They moved down the wall to where it was the closest to the stone.
“You coming in?” he asked as he stripped off his pants and T-shirt.
Jonathan shook his head. “Nope. Nothing wrong with me.”
“Okay.” He slipped into the ocean, wearing just his underwear and the bandage on his leg. The salt water seeped through the gauze and stung his burn. He gritted his teeth.
Carefully he made his way to the Hauola stone, climbed onto its natural seat and settled his feet into a hollow footrest. He slid back a bit and leaned against the tiny lip of a backrest. It was kind of comfortable.
“What now?” he asked.
“For starters, you can laugh at my jokes.” Jonathan said.
“Only if they’re funny.”
Carefully George peeled off the bandage and let the gentle waves lap against the wound. At first, the salt water stung like the devil, and then nothing.
“Here’s one I made up myself.” Jonathan cleared his throat. “In Hollywood they’re calling slippahs, flip flops.” He paused. “You’re supposed to ask me why.”
“Okay. Why?”
“Because if you try to flip in them, you’ll flop.” He waited. “You’re not laughing.”
George raised his leg from the water and squinted. The burn had faded to a pale white. He grinned and started laughing loud enough to be heard all the way to the mainland.
“It wasn’t that funny.”
George splashed his way back to shore. Jumping out, he shouted, “Look at my leg! It’s healed.”
Except for the loss of pigment, the skin looked almost normal.
“You’re the best blood-brother ever,” George said and slapped Jonathan on the back. Then he slipped into his clothes. “This calls for a celebration.”
“Like what?”
“Let’s have a shaved ice.”
“At The Dolphin on Front Street.”
“They’re not open.”
“So we’ll help ourselves tonight and you’ll pay them tomorrow."
“I don’t know . . .”
A police siren pierced the silence. Its whine grew louder. In seconds, flashing red lights and bright headlights raced toward where they stood.
“Come on,” George said and pulled his friend into the shadows. To his relief, the cars sped past without slowing. Two police cars followed by a black sedan. “Hey. They’re turning onto your street.”
“I bet it’s the neighbors,” Jonathan said. “They’re always causing problems. Let’s go spy out what’s happening.”
They ran down the street, keeping to the shadows. When they arrived, the cars weren’t in front of the neighbor’s house. They were parked in front of Jonathan’s. The three cars created a barricade across the front of the yard. The two police cars and the large black sedan with the round Hawaiian Health Department seal painted on its door.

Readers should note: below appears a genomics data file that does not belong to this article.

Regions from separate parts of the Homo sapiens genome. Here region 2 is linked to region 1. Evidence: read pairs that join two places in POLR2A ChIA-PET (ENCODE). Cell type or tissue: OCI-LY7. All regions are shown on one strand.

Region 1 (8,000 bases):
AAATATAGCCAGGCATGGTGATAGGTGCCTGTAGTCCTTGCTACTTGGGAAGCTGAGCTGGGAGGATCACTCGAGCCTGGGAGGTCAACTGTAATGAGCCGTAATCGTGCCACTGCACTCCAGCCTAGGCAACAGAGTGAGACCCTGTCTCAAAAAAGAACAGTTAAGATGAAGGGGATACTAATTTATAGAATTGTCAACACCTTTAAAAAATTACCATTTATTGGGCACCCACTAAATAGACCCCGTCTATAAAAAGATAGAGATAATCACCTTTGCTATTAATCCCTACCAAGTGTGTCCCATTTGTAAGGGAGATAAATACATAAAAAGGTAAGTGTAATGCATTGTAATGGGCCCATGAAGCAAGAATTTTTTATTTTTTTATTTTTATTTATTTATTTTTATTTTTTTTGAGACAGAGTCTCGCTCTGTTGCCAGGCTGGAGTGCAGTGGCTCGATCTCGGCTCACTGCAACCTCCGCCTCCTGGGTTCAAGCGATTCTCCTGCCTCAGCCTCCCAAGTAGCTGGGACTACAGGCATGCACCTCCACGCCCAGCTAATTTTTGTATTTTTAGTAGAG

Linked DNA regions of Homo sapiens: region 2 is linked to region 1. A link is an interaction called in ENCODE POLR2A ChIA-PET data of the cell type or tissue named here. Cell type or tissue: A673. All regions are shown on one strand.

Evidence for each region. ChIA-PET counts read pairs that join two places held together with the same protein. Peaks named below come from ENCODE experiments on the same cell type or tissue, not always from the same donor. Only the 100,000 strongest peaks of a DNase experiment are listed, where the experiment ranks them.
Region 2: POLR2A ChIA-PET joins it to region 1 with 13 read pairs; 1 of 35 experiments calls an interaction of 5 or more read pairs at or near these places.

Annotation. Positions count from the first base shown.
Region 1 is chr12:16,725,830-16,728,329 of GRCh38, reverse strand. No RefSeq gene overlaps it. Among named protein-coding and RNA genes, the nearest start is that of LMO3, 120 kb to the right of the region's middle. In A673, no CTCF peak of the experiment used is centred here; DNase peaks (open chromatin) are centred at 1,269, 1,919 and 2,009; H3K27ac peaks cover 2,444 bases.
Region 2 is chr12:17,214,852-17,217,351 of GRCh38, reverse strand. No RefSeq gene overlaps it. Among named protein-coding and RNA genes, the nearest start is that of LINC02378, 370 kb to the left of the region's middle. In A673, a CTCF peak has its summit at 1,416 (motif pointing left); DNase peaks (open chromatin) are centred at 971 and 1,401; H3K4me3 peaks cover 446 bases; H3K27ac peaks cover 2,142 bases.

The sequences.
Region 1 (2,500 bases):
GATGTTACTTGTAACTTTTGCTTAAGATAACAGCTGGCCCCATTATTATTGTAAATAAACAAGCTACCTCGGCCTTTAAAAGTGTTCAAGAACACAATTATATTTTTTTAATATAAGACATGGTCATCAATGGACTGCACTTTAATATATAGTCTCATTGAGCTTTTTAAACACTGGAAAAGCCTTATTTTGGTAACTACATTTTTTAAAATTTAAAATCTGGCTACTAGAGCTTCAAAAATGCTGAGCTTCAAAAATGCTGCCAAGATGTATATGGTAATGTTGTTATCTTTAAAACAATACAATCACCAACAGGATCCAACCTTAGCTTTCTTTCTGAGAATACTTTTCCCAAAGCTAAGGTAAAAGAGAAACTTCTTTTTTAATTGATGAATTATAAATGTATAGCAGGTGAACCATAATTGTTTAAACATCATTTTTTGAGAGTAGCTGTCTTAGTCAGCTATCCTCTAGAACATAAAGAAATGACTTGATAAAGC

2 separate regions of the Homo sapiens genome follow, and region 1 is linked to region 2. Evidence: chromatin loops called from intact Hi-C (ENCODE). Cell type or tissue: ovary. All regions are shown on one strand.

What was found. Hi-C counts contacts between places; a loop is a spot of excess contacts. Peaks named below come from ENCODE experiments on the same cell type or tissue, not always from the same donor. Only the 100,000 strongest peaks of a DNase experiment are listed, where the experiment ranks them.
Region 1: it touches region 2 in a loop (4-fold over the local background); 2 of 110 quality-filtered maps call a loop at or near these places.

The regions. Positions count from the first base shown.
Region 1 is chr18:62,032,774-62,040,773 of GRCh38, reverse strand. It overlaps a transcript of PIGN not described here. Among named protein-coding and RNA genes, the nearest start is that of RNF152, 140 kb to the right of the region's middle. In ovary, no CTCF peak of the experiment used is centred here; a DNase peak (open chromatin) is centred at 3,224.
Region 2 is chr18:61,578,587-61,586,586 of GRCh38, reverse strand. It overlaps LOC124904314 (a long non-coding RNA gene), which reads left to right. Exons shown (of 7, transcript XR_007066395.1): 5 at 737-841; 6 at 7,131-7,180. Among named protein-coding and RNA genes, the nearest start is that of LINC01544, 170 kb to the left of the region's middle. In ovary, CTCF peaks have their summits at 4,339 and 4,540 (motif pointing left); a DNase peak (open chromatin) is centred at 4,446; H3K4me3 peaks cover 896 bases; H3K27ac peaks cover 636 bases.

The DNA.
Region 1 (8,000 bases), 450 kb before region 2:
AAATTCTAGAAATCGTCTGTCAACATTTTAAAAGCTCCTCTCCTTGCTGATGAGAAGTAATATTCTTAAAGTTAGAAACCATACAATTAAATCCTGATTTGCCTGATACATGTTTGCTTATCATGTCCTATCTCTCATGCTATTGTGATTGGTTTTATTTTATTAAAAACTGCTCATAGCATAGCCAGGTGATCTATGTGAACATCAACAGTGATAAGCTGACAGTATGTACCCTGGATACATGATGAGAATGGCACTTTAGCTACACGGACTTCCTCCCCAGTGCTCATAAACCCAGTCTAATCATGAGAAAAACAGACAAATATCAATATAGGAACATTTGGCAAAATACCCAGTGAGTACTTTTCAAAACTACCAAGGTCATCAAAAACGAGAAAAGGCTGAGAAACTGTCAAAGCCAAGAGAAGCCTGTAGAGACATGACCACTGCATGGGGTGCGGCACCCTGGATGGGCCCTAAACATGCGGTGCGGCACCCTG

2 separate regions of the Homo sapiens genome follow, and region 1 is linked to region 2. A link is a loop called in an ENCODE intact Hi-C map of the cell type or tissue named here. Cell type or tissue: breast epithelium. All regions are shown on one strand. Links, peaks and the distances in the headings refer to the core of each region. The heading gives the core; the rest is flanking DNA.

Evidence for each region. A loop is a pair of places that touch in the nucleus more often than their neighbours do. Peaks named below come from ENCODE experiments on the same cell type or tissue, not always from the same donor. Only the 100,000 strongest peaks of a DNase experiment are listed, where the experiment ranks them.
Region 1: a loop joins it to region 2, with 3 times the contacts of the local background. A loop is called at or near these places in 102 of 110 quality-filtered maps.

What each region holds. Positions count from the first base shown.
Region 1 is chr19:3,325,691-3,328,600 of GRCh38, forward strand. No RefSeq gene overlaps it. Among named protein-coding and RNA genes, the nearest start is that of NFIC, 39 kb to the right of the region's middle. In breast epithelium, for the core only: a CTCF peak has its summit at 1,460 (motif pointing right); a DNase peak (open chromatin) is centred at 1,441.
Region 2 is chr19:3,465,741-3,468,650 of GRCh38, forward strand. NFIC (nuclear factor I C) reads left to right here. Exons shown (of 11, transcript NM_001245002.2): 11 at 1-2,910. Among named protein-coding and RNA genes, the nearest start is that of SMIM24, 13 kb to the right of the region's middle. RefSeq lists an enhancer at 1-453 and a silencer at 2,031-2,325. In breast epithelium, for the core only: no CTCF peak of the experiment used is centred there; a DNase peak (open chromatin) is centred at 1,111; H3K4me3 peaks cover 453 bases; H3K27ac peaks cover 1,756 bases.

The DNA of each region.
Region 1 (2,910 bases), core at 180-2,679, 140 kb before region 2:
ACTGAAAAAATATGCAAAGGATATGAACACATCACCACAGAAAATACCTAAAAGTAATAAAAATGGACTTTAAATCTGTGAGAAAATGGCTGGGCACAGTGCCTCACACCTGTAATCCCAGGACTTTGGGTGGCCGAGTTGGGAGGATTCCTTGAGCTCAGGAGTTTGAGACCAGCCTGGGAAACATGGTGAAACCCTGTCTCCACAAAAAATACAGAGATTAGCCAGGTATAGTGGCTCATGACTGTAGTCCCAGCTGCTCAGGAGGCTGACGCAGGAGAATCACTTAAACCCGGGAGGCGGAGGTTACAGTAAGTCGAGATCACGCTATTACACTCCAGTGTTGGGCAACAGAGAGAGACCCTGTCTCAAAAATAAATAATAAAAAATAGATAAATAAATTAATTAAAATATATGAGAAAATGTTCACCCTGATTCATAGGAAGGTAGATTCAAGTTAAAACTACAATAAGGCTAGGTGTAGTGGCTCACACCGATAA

Electric lights glared from every room of the two-story house.
The front door flew open. Two police officers, a man in a black suit and a woman in a nurse's uniform led out Jonathan’s cousin Alice. She was crying.
Jonathan’s auntie Mary emerged, her face stricken white. She grabbed at the suited man’s arm.
“Stand back,” the man ordered and brushed her hand away. “Or you’ll be arrested for interfering with official business.”
“Wait here,” Jonathan whispered. “I’ll go see what's going on.”
“I’m coming, too.”
“There’s no point in us both getting in trouble for sneaking out.”
It didn’t feel right, but George said, “Okay.”
Jonathan stepped into the light.
“There he is!” shouted one of the officers.
Two gloved men rushed toward Jonathan and grabbed him.
Jonathan whistled three quick chirps. George knew it was a warning for him to stay hidden, but it seemed wrong. He should do something. He should help.
The tall man in the dark suit herded Jonathan and Alice into the back seat of the black car. It was like they were like criminals.
“Don’t take them away,” Auntie Mary pleaded. “They’re fine. There’s nothing wrong with either of them.”
They were fine? What was she talking about? Of course they were fine. What was going on?
Jonathan straightened. “Don’t worry, Auntie. It’s a case of mistaken identity, like in the movies. Alice and I will be home tomorrow.”
George knew he should do something, but what? He couldn’t think.
The car engines hummed to life. The black sedan pulled away from the curb. The police cars followed.
George sunk lower into the shadows, tasting bitter bile. He’d just failed his best friend. His blood brother. The worse part was that he knew Jonathan wasn’t going to be fine and there was nothing he could do about it.
The lights of the cars disappeared around a corner, the sound of their engines growing fainter as they drove into the night.
George was left standing alone in the dark. Alone and wondering what to do next.